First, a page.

OMG Facebook Is Listening!

People say “I was talking to my friend about $THING and the next day I saw an ad for $THING on Facebook! OMG they’re listening!”

Chill. Facebook is not tapping the mic on your phone.

First off, remember the Ben Franklin quote “Three may keep a secret, if two of them are dead.” If FB were caught illegally spying it would be the biggest news story of the year; there are a lot of people prying into what FB is doing and they haven’t found anything like this. There’s no way a 44,000 person company full of twenty-somethings could keep a secret that big for even six months. Giant conspiracies happen in the movies; in real life people are sloppy and eager to blab.

Second, and more important, they don’t need to tap your mic, because you offer up the information willingly. You search Google for “kicky shoes”. You ask your friends on FB for recommendations. You browse Amazon & Nordstrom. You eventually buy something and the confirmation email lands in your Gmail inbox. Now the whole world of retail and advertisers knows that you’re interested in a pair of kicky shoes. You’re a marked person; for the next few months you’re going to see shoe ads everywhere you go (even though you’re done shopping).

So one day you’re out at lunch with a friend and they comment on your shoes. Later you see an ad for those same shoes and think “they’re listening!”. But really you’ve seen ads for those shoes may times since you bought them, so often that you no longer pay conscious attention to them. It’s only this time that you pay attention and remark on it.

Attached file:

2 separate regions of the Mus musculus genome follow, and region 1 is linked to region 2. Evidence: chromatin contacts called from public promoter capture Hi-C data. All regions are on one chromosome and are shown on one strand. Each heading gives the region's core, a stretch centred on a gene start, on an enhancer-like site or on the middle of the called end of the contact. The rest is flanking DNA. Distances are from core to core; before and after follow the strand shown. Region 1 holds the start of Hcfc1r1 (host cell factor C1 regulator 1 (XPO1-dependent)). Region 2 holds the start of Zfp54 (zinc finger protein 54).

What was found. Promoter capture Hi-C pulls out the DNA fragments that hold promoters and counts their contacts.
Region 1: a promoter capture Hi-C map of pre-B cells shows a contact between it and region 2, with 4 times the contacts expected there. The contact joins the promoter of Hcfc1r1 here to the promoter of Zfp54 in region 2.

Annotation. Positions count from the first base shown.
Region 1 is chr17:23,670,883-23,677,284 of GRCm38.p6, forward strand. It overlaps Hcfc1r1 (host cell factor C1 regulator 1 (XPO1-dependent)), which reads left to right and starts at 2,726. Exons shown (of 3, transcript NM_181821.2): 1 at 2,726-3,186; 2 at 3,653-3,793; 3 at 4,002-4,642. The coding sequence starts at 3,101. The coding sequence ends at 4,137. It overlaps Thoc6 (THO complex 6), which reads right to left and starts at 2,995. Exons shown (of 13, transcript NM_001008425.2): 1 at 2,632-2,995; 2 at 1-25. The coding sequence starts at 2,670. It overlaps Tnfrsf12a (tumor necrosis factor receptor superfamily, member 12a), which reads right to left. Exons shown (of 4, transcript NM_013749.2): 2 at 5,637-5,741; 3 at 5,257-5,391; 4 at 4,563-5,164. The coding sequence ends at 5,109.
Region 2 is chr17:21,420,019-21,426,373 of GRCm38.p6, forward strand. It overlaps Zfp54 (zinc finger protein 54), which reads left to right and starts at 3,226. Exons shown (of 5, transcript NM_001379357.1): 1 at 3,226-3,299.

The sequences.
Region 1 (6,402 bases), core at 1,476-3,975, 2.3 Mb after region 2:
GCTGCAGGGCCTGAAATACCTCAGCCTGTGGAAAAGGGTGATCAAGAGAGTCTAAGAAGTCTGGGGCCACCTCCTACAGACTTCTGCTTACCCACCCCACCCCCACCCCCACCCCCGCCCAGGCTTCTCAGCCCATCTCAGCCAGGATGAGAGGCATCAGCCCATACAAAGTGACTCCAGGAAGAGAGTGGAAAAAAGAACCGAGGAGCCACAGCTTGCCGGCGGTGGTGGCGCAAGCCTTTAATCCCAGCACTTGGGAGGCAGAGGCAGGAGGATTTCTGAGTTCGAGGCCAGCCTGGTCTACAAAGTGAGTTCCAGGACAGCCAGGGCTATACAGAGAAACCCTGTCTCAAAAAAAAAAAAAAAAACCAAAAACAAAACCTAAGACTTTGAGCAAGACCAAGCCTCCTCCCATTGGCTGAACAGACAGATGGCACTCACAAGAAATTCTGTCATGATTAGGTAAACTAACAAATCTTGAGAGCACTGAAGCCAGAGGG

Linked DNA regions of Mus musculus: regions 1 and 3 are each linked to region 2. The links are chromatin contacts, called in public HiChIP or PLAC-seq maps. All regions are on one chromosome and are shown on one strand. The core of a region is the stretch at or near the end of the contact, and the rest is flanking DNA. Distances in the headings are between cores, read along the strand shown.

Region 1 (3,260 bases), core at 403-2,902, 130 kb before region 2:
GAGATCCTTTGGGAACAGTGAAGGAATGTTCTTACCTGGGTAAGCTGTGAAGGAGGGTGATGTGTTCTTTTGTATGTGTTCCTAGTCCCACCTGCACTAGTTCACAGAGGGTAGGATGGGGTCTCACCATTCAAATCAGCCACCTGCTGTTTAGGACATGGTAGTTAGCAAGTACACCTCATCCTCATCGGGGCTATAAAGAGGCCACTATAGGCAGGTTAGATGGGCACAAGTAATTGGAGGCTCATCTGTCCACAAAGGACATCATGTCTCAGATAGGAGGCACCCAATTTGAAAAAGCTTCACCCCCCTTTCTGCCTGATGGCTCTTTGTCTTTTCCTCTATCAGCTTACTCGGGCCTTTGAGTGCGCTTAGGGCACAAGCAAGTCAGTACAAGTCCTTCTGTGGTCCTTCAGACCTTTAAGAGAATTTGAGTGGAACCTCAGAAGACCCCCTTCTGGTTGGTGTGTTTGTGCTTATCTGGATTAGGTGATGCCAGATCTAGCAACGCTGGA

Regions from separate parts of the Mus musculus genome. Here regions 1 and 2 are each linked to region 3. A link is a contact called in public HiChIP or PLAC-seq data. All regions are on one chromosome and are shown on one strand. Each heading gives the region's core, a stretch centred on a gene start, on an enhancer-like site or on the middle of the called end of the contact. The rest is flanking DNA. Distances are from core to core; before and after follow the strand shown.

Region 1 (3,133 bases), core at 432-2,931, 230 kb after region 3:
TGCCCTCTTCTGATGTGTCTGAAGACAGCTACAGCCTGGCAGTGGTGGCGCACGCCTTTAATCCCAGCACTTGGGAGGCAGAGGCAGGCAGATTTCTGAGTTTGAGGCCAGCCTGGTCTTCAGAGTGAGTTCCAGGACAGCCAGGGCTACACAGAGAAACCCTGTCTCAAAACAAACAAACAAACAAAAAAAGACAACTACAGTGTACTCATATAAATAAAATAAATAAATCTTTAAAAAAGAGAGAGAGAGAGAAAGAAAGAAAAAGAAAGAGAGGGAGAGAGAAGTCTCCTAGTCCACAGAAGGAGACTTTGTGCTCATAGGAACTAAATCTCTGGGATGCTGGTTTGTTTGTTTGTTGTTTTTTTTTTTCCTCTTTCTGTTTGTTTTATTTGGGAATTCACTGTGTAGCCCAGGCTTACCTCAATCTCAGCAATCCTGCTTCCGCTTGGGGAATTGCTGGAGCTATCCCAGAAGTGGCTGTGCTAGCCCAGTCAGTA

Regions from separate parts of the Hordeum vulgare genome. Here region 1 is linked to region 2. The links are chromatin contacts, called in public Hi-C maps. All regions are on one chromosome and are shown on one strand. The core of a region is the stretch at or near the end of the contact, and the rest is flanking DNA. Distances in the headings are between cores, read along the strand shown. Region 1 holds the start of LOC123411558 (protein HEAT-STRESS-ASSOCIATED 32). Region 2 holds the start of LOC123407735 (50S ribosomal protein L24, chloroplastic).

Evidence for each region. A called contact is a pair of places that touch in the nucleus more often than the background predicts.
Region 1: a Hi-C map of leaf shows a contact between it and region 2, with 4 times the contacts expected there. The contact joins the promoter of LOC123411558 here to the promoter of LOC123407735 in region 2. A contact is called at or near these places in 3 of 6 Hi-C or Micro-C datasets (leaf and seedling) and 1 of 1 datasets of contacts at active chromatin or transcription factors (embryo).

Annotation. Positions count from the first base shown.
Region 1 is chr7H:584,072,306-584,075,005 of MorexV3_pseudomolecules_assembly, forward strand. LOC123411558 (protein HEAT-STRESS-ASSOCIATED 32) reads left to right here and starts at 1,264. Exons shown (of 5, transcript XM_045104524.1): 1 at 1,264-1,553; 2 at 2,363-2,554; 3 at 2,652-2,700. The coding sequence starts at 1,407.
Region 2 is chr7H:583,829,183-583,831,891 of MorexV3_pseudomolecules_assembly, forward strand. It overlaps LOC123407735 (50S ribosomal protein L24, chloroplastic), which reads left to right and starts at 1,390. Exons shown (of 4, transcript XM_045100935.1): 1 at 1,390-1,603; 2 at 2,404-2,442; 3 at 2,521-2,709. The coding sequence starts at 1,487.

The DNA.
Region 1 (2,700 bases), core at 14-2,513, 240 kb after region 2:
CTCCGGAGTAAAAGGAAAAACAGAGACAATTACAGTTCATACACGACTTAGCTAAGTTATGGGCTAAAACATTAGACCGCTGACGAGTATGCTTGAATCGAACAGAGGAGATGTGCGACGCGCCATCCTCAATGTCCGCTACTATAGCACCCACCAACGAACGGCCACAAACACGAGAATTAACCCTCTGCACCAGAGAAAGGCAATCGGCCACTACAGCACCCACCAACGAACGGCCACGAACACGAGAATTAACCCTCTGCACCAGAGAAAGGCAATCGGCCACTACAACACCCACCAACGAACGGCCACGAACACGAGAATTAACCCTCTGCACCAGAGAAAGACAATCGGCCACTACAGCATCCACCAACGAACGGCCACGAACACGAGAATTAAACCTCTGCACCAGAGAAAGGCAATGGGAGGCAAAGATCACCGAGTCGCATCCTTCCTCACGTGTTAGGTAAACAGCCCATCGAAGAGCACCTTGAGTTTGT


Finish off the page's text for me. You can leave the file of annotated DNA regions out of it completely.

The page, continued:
Yes, you can poke holes in the particular examples I’m using, but the broad message remains. There’s a simple explanation well supported by evidence (advertisers watch what you like and spam you with ads) and a complex one relying on improbable ideas (Facebook is somehow keeping it secret that they’re violating laws and decency by spying!).

This stuff is all widely disseminated public knowledge. Nobody’s keeping it a secret, they’re shouting from the rooftops about it. Facebook, Google and Amazon are making billions from the information you’re handing to them. They don’t need to do anything nefarious.

The cynical take is “If you’re not paying for the product, then you are the product”. That’s a gross oversimplification, and wrong in as many ways as it’s right, but it’s good to keep in mind if you don’t get all tinfoil hat about it.